February 17, 2020
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Muslims And Music

Is Muslim morality inimical to the promotion of music and other fine arts? The story of the early Arab Muslim society shows that the Caliphs and the commoner were not only fond of poetry and music but actively patronised them.

Muslims And Music
Muslims And Music

The zeitgeist of the contemporary Arab societies has led many people to believe that Muslim morality is inimical to the promotion of music and other fine arts. This may be true today, but the story of the early Arab Muslim society till the Mongol invasion of 1256 is quite different. The Caliphs and the commoner were not only fond of poetry and music but actively patronised them.

Illustration from Kitab al-aghani (Book fof Songs), 1216-20, by Abu al-Faraj al-Isfahani
The history of poetry and music has been elaborately recorded by Abu Al Faraj al-Isfahani (897-966) in his famous classic known as Kitab al-Aghani (Book of Songs). This book is considered a veritable resource of detailed description of the origins, chronology and wide diffusion of Arabic music, musicians and singers of the time. He describes the scenes and songs vividly and objectively. He gives not only the names of the poet and composer but also the type of song, its rhythm and the music they played. The review of the artists is based on the classic standards of Ishak Al Mousuli, great master, who established the first musical school in Baghdad during the reign of Harun Rashid. This school produced many prominent musicians including Zuryiab, who moved to Spain, and established his own school there.

According to Ibn Khaldun, the Cordovan Caliph Hakam, himself a man of letters, had sent a large sum of money to Isfahani to ensure that he gets first copy of the book. What is remarkable about the book is that almost on every page it mentions women singers who were found singing cheerful songs in the taverns (cafes of today) or in the places of amusement, at feasts and celebrations, or singing lamentation at funerals. Isfahani himself has relied on a study by Abdullah bin Motazz about the songs of Oreib and Sheria, women musicians.

Musicians and their musical instruments. Topkapi Palace Museum Library, H. 2164.
There are many interesting anecdotes in the book that make Aghani a fascinating reading but the stories of Azza al-Maila and Jamila, the most famous singers of the period, deserve special mention.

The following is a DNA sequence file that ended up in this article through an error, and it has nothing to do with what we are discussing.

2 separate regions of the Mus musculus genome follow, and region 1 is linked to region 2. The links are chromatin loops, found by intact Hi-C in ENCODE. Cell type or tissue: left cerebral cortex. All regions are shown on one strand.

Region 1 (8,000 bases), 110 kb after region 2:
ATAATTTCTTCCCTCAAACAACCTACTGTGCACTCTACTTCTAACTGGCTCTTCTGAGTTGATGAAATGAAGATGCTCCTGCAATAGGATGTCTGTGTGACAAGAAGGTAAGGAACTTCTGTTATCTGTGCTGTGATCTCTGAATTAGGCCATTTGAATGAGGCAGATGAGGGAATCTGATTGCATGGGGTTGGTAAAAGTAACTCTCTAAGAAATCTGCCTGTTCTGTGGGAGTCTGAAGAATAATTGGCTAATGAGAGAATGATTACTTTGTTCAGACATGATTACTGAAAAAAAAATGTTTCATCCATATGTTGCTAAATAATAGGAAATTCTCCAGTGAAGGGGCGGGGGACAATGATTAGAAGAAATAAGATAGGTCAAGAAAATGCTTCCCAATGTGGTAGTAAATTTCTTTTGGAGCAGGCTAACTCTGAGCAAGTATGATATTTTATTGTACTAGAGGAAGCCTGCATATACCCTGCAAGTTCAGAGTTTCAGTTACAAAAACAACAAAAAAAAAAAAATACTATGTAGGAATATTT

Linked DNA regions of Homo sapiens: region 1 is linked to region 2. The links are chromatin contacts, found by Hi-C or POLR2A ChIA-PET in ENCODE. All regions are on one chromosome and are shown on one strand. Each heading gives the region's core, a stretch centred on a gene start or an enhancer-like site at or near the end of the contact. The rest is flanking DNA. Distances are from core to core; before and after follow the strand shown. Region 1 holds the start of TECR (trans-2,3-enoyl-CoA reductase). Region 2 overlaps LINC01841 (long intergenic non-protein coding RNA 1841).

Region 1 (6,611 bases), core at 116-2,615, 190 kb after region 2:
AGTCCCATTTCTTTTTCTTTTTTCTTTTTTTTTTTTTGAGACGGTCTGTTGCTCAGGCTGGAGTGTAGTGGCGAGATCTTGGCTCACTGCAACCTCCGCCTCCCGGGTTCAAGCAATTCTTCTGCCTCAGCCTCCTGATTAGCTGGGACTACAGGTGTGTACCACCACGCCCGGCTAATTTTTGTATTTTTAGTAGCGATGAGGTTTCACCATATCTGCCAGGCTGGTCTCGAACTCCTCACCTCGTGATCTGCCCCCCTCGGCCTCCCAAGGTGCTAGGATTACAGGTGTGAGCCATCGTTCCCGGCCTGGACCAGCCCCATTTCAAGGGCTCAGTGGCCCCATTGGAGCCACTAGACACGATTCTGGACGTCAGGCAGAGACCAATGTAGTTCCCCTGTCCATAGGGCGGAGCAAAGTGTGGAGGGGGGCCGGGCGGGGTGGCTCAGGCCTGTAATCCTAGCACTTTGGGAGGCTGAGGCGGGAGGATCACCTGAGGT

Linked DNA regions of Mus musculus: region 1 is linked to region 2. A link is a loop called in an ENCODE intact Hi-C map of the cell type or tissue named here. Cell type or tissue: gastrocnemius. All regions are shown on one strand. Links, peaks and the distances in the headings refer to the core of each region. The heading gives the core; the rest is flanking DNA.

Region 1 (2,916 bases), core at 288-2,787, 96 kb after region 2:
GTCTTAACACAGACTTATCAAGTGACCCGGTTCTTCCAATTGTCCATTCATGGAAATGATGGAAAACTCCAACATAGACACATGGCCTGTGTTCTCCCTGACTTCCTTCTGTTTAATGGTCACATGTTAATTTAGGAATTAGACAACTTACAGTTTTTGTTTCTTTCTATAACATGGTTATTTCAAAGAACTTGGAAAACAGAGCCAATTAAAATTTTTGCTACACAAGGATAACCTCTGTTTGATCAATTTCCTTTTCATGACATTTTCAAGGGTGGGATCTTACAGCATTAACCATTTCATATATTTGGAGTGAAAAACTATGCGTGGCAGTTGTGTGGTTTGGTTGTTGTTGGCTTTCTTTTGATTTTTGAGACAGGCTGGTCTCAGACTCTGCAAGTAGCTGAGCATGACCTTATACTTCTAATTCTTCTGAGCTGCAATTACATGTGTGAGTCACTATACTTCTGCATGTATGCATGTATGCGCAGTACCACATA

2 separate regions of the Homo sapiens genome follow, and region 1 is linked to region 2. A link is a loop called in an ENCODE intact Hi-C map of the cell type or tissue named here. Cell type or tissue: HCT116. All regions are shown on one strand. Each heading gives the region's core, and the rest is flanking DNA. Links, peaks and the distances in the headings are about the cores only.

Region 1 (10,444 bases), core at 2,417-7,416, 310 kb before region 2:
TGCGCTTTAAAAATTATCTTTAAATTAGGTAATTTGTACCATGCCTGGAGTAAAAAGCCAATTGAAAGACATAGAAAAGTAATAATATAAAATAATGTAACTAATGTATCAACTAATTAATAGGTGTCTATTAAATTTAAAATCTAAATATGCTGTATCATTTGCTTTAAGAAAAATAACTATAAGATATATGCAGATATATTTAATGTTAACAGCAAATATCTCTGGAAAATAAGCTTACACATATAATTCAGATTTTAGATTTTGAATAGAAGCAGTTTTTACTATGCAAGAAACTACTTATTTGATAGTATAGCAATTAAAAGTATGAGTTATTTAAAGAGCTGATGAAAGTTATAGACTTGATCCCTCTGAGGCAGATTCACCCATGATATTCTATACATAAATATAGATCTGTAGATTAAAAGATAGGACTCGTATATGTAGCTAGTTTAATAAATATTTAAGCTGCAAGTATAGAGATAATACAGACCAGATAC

Azza Al Maila is described as a slave girl of captivating beauty, graceful conversation and great style of expression. She started her career by learning songs of old school of women-singers Zarnab, Khola, Rebab, Selma and Raika. Later she became proficient in the Persian style of singing brought to Medina by the male-singers Saib Khater and Nashet, and composed her own songs. Her performance was divine, and her voice rich and extensive. She is credited as being the one who interested the public of Medina in music.

Jamila an accomplished Arabic singer was acclaimed as the ‘Queen of Songs’ and ‘keystone of Arabic Art’. Ibn Sureij and Mabed were her disciples. She was so proficient that once after hearing a tune of Saib Khater, she composed a new song that won more popular applause than the original. She opened a singing school in Medina, and during pilgrimage it was a custom of many masters to send their slaves to her for instructions.

Jamila was a slave girl. After securing her freedom, she invited people to her house one day and, when the place was full, announced that because of her religious beliefs and nightmares she had, she has decided to give up singing. The announcement resulted in great commotion until a doctor of laws declared that singing was a legitimate pleasure. Then Jamila sang and when she finished, the applauding people were heard asking God that not to deprive them of her music.

The patronage of nobility had not only put the mark of respectability, but actively promoted poetry, music and other fine arts in early Arab Muslim Society.

Arif Mohammed Khan is a former union minister

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